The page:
The upcoming November election has already seen its fair share of fundraising. Active members in both political parties have likely received a flood of emails directing individuals to their preferred party’s donation page. These efforts have produced serious results — Republican nominee Mitt Romney has raised a staggering $106 million, beating President Obama’s $71 million. These figures are not comprehensive; they are the fundraising efforts that the candidates pulled for June alone.
So far, Romney’s campaign has publicly stated that it has raised about $389 million, just under Obama’s $512 million. According to public record, although Romney claims that much of his money comes from grassroots fundraising (usually found in individual donations of $250 or less), the majority of the Romney campaign is actually financed through a smaller proportion of the population. Reuters reports,
“The figures released by Romney’s campaign indicated that nearly 80 percent of the total for June came from just 6 percent of the donations it received – meaning that big-money donors are driving most of the campaign’s effort. About $22.3 million, or roughly one-fifth of the Romney campaign’s total for June, came in donations of $250 or less, which generally are seen as a gauge for grassroots support.”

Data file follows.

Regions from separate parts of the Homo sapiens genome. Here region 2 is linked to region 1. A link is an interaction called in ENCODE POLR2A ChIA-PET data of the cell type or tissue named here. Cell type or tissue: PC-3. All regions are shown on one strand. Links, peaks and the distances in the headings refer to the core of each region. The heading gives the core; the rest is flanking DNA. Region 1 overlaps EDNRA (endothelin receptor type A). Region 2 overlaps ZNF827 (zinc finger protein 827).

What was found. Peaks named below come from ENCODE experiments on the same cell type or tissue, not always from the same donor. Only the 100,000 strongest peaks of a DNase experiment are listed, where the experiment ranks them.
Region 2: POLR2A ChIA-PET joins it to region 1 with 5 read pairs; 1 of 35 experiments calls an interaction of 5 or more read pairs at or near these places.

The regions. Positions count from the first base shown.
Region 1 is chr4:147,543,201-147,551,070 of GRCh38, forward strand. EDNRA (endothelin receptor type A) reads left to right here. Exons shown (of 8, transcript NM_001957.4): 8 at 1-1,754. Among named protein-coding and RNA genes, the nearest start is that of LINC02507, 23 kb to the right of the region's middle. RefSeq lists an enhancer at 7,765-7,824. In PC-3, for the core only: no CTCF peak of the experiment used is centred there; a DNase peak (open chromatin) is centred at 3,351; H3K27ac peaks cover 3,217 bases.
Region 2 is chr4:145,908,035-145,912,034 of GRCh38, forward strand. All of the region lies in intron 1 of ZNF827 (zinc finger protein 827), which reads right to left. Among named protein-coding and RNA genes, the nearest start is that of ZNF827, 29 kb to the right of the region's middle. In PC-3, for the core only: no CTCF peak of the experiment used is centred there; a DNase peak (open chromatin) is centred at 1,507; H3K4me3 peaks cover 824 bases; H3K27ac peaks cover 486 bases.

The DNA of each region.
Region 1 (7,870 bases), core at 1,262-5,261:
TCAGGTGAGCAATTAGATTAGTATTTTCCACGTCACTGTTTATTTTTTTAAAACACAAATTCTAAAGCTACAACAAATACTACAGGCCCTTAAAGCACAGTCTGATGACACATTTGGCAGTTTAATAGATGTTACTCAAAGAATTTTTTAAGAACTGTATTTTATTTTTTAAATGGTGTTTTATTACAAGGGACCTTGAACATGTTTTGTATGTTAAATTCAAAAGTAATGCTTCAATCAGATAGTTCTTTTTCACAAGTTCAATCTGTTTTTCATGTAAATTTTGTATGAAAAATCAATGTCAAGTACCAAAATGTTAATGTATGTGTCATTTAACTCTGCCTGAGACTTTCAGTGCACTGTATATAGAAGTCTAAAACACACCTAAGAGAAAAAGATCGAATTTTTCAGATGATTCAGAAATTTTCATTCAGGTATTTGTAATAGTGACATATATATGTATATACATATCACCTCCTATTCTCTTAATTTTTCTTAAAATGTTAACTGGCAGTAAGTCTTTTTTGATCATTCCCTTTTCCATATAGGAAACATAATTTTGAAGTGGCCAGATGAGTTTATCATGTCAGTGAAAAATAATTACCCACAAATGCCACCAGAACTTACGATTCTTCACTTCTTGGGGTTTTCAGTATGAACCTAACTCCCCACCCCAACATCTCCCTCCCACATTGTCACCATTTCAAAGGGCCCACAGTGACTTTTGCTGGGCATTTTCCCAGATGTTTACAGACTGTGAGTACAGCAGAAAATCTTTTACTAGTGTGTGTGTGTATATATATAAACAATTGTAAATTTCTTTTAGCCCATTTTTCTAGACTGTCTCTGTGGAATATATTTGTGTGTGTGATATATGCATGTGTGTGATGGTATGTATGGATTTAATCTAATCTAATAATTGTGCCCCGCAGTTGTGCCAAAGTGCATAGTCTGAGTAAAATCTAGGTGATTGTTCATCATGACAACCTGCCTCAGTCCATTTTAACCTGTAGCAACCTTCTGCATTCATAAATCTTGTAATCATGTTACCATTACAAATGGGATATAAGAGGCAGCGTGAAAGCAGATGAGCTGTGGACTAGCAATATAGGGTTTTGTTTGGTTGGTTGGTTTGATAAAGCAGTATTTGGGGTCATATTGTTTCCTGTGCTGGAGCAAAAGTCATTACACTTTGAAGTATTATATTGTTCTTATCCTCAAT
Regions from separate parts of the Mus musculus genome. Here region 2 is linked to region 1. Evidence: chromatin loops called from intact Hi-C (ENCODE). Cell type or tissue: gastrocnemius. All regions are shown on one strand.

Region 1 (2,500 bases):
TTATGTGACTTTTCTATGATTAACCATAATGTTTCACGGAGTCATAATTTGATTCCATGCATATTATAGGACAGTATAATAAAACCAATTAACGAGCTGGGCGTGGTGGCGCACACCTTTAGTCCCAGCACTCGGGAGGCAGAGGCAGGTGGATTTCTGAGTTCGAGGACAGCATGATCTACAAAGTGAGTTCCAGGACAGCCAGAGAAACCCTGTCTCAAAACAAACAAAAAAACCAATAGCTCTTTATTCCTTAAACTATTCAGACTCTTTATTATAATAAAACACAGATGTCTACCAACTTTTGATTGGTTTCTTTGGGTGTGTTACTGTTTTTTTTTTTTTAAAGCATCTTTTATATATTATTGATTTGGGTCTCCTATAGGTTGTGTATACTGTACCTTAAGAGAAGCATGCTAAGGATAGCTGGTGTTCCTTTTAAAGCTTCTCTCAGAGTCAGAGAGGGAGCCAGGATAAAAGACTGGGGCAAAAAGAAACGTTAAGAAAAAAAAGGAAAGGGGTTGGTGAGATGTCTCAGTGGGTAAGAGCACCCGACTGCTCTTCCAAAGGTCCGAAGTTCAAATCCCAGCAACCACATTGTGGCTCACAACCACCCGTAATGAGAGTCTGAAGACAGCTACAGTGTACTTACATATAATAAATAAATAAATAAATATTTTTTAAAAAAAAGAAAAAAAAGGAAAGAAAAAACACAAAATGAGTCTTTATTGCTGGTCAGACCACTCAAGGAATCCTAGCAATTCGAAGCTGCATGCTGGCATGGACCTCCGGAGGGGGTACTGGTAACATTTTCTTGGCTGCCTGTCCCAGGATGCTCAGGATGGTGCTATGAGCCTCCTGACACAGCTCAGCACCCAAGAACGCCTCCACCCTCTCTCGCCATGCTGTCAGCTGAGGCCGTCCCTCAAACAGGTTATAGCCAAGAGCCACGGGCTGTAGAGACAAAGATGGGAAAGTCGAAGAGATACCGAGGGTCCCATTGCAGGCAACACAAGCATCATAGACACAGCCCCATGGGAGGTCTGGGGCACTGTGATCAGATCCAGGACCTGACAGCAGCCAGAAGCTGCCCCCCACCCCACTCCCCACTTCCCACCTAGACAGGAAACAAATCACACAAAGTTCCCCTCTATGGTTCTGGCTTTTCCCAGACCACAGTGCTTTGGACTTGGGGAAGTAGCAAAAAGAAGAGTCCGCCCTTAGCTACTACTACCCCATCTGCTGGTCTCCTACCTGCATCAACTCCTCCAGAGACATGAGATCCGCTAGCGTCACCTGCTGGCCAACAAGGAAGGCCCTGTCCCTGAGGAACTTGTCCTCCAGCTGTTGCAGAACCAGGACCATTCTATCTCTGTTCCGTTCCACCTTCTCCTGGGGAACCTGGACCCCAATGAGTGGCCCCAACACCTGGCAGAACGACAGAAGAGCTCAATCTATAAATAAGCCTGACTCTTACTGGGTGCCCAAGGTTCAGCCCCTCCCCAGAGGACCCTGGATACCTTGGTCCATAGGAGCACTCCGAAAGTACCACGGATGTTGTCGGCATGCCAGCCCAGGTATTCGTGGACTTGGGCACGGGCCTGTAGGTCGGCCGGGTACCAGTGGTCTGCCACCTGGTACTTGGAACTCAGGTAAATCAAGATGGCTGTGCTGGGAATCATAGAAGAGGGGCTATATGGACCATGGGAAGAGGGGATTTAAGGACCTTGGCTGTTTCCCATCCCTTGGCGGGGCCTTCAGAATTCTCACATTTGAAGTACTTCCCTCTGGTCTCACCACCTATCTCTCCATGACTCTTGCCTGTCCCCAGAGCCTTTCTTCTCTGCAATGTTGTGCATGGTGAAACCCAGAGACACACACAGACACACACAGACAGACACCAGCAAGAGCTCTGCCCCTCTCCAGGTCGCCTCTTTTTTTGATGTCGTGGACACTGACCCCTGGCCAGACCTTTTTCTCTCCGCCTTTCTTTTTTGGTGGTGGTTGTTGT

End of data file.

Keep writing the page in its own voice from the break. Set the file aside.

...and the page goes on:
Presumably, this election will generate even more donations to the American Presidential race, since this is the first election with super PAC participation. Super PACs, or ‘super Political Action Committees’ originated in 1943 as the labor unions’ response to not being able to donate directly to political campaigns. Yet, in 1943, labor PACs could only receive donations up to $5000. With such huge amounts of money being handed to candidates to finance the major American political event, there had to be some rules and regulations for campaigns. However, in 2010, the Supreme Court ruled in favor of the proliferation of super PACs as independent organizations in federal elections, protected by the right to free speech.